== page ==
As a result of the removal of bluetongue import control measures for ruminant animals from the U.S., it is now possible that bluetongue may be introduced to Canada through the importation of infected ruminants to where there are midges capable of further transmitting the virus. However, a 2004 study found that the midge species known to transmit bluetongue in the U.S. is at the northernmost limit of its range and has a very poor capacity to transmit bluetongue in Western Canada. Additionally, according to current knowledge, bluetongue virus is not able to overwinter in Canada. Thus, the updated scientific risk analysis presented in the 2006 CFIA consultation paper, An Overview of Bluetongue and Assessing the Risks for Canada, concluded that the risk for bluetongue serotypes 2, 10, 11, 13 and 17 to establish in Canadian livestock and in wildlife was limited. The 2006 consultation paper (closed 2006-05-31) is available online at english/anima/heasan/disemala/blufie/blufie-consul-2e.shtml.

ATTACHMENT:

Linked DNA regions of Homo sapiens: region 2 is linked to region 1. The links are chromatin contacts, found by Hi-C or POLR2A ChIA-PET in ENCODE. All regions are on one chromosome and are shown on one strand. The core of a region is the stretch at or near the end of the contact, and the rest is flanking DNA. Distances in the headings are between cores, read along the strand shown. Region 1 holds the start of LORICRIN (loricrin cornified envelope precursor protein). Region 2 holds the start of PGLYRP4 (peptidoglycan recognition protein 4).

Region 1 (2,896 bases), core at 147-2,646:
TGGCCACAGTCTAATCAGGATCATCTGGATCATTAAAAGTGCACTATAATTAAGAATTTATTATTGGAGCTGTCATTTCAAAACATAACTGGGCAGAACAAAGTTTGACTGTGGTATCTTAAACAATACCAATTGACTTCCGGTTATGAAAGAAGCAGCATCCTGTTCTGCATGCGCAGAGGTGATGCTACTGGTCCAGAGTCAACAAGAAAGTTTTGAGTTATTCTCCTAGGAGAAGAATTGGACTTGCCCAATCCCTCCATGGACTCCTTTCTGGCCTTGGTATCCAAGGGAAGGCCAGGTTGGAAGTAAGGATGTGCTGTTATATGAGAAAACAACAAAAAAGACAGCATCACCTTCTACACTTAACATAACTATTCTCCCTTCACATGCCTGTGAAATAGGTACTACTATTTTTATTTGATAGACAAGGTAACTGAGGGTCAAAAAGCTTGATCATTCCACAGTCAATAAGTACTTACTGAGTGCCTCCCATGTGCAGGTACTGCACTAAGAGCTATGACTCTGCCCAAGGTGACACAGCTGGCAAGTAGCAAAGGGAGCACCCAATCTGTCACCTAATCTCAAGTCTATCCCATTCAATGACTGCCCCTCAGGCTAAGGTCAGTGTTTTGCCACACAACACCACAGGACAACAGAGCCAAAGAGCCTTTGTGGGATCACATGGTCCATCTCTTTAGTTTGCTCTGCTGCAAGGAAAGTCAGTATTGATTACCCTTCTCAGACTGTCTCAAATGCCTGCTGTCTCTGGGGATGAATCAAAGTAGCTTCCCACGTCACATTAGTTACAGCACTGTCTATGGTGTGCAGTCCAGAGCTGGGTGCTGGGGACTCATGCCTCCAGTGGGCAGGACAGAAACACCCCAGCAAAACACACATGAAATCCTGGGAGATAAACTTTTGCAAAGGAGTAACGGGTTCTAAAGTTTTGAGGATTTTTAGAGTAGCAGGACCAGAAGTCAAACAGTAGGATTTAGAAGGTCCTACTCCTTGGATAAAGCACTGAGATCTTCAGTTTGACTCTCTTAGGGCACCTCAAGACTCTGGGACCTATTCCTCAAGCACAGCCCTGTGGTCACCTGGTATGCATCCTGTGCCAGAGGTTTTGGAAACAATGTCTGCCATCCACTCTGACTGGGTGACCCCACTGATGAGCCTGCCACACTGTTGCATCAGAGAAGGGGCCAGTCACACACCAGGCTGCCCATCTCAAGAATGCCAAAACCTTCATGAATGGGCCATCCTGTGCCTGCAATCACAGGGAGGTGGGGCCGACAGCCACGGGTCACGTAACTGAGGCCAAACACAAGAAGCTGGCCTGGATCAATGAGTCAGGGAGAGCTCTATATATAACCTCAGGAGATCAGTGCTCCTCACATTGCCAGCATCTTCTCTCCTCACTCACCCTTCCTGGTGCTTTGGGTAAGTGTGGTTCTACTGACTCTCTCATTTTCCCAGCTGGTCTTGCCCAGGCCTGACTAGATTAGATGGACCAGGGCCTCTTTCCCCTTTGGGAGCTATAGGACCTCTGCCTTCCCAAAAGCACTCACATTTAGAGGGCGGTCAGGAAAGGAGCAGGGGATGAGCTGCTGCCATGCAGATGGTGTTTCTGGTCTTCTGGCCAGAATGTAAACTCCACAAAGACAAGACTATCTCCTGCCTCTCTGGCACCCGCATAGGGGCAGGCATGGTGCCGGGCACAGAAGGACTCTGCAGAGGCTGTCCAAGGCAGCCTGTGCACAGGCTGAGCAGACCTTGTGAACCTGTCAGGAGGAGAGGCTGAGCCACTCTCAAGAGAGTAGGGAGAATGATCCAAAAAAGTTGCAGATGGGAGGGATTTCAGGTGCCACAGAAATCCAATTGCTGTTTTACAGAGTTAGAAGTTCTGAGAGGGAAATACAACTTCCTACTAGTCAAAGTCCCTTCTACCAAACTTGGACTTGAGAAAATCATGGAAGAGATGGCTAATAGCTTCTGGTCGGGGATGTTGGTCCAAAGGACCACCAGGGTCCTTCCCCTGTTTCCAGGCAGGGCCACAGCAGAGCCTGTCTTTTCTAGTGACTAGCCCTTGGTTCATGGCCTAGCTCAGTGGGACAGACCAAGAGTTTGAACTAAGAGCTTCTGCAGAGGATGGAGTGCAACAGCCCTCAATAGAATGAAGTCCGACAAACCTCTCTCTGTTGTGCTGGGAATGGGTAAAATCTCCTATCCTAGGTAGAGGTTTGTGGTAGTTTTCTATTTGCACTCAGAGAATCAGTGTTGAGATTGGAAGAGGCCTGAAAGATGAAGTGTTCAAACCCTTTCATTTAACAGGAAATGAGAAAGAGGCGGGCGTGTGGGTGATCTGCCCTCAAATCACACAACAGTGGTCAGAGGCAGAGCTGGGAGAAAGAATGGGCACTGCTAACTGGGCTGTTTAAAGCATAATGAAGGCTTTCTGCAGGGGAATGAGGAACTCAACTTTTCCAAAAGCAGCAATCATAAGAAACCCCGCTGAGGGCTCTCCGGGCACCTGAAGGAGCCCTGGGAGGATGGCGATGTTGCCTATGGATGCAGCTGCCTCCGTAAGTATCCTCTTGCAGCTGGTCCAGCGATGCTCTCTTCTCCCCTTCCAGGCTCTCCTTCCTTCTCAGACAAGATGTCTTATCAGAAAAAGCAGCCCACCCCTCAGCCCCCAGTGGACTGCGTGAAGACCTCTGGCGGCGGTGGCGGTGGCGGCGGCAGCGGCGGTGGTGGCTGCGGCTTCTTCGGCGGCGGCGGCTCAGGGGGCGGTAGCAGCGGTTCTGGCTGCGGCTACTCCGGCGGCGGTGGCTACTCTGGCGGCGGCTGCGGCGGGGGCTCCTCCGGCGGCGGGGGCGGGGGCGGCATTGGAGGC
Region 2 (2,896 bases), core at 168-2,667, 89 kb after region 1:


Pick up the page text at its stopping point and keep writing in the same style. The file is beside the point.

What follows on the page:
Removing bluetongue from the reportable diseases list will mean that the CFIA will no longer respond to bluetongue disease due to serotypes 2, 10, 11, 13 and 17. The CFIA plans to enhance its bluetongue surveillance activities. This surveillance, coupled with ongoing research and risk assessments, will provide ongoing confirmation that risks to Canadian livestock and wildlife remain very low.

Easing import control measures also meant that restrictions for animals moving out of the Okanagan Valley (which has experienced incursions of the bluetongue virus in the past) to other areas in Canada will not apply, even if bluetongue activity is detected.